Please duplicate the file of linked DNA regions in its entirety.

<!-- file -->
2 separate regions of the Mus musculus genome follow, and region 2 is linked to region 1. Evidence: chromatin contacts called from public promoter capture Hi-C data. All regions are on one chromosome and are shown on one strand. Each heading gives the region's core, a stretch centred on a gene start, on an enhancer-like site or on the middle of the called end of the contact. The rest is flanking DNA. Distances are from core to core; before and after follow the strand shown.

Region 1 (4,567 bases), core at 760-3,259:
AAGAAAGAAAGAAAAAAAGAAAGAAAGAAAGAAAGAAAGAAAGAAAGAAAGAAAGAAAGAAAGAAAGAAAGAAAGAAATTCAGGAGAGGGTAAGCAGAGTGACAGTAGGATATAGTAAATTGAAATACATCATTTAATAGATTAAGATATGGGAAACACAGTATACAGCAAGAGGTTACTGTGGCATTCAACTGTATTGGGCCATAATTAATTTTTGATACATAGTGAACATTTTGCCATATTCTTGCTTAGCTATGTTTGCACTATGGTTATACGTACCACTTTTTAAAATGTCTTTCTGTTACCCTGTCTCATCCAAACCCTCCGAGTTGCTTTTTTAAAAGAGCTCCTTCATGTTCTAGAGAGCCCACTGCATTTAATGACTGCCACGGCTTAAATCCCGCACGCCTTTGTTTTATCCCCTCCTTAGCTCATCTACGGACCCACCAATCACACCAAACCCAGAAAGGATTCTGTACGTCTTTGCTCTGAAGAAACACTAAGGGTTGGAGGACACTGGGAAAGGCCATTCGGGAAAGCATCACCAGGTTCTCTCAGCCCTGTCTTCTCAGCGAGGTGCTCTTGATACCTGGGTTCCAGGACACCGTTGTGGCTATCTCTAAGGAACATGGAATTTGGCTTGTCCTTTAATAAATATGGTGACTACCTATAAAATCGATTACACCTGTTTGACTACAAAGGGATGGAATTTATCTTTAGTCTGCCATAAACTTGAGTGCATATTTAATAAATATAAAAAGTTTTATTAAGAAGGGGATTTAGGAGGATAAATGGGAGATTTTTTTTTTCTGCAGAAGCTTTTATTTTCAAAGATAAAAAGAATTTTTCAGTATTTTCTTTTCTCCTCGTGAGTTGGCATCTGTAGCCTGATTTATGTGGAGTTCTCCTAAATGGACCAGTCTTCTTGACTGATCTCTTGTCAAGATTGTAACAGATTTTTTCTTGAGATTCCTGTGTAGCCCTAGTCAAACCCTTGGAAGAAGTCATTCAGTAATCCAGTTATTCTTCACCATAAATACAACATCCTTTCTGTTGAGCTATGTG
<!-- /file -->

2 separate regions of the Mus musculus genome follow, and region 2 is linked to region 1. Evidence: chromatin contacts called from public promoter capture Hi-C data. All regions are on one chromosome and are shown on one strand. Each heading gives the region's core, a stretch centred on a gene start, on an enhancer-like site or on the middle of the called end of the contact. The rest is flanking DNA. Distances are from core to core; before and after follow the strand shown.

Region 1 (4,567 bases), core at 760-3,259:
AAGAAAGAAAGAAAAAAAGAAAGAAAGAAAGAAAGAAAGAAAGAAAGAAAGAAAGAAAGAAAGAAAGAAAGAAAGAAATTCAGGAGAGGGTAAGCAGAGTGACAGTAGGATATAGTAAATTGAAATACATCATTTAATAGATTAAGATATGGGAAACACAGTATACAGCAAGAGGTTACTGTGGCATTCAACTGTATTGGGCCATAATTAATTTTTGATACATAGTGAACATTTTGCCATATTCTTGCTTAGCTATGTTTGCACTATGGTTATACGTACCACTTTTTAAAATGTCTTTCTGTTACCCTGTCTCATCCAAACCCTCCGAGTTGCTTTTTTAAAAGAGCTCCTTCATGTTCTAGAGAGCCCACTGCATTTAATGACTGCCACGGCTTAAATCCCGCACGCCTTTGTTTTATCCCCTCCTTAGCTCATCTACGGACCCACCAATCACACCAAACCCAGAAAGGATTCTGTACGTCTTTGCTCTGAAGAAACACTAAGGGTTGGAGGACACTGGGAAAGGCCATTCGGGAAAGCATCACCAGGTTCTCTCAGCCCTGTCTTCTCAGCGAGGTGCTCTTGATACCTGGGTTCCAGGACACCGTTGTGGCTATCTCTAAGGAACATGGAATTTGGCTTGTCCTTTAATAAATATGGTGACTACCTATAAAATCGATTACACCTGTTTGACTACAAAGGGATGGAATTTATCTTTAGTCTGCCATAAACTTGAGTGCATATTTAATAAATATAAAAAGTTTTATTAAGAAGGGGATTTAGGAGGATAAATGGGAGATTTTTTTTTTCTGCAGAAGCTTTTATTTTCAAAGATAAAAAGAATTTTTCAGTATTTTCTTTTCTCCTCGTGAGTTGGCATCTGTAGCCTGATTTATGTGGAGTTCTCCTAAATGGACCAGTCTTCTTGACTGATCTCTTGTCAAGATTGTAACAGATTTTTTCTTGAGATTCCTGTGTAGCCCTAGTCAAACCCTTGGAAGAAGTCATTCAGTAATCCAGTTATTCTTCACCATAAATACAACATCCTTTCTGTTGAGCTATGTG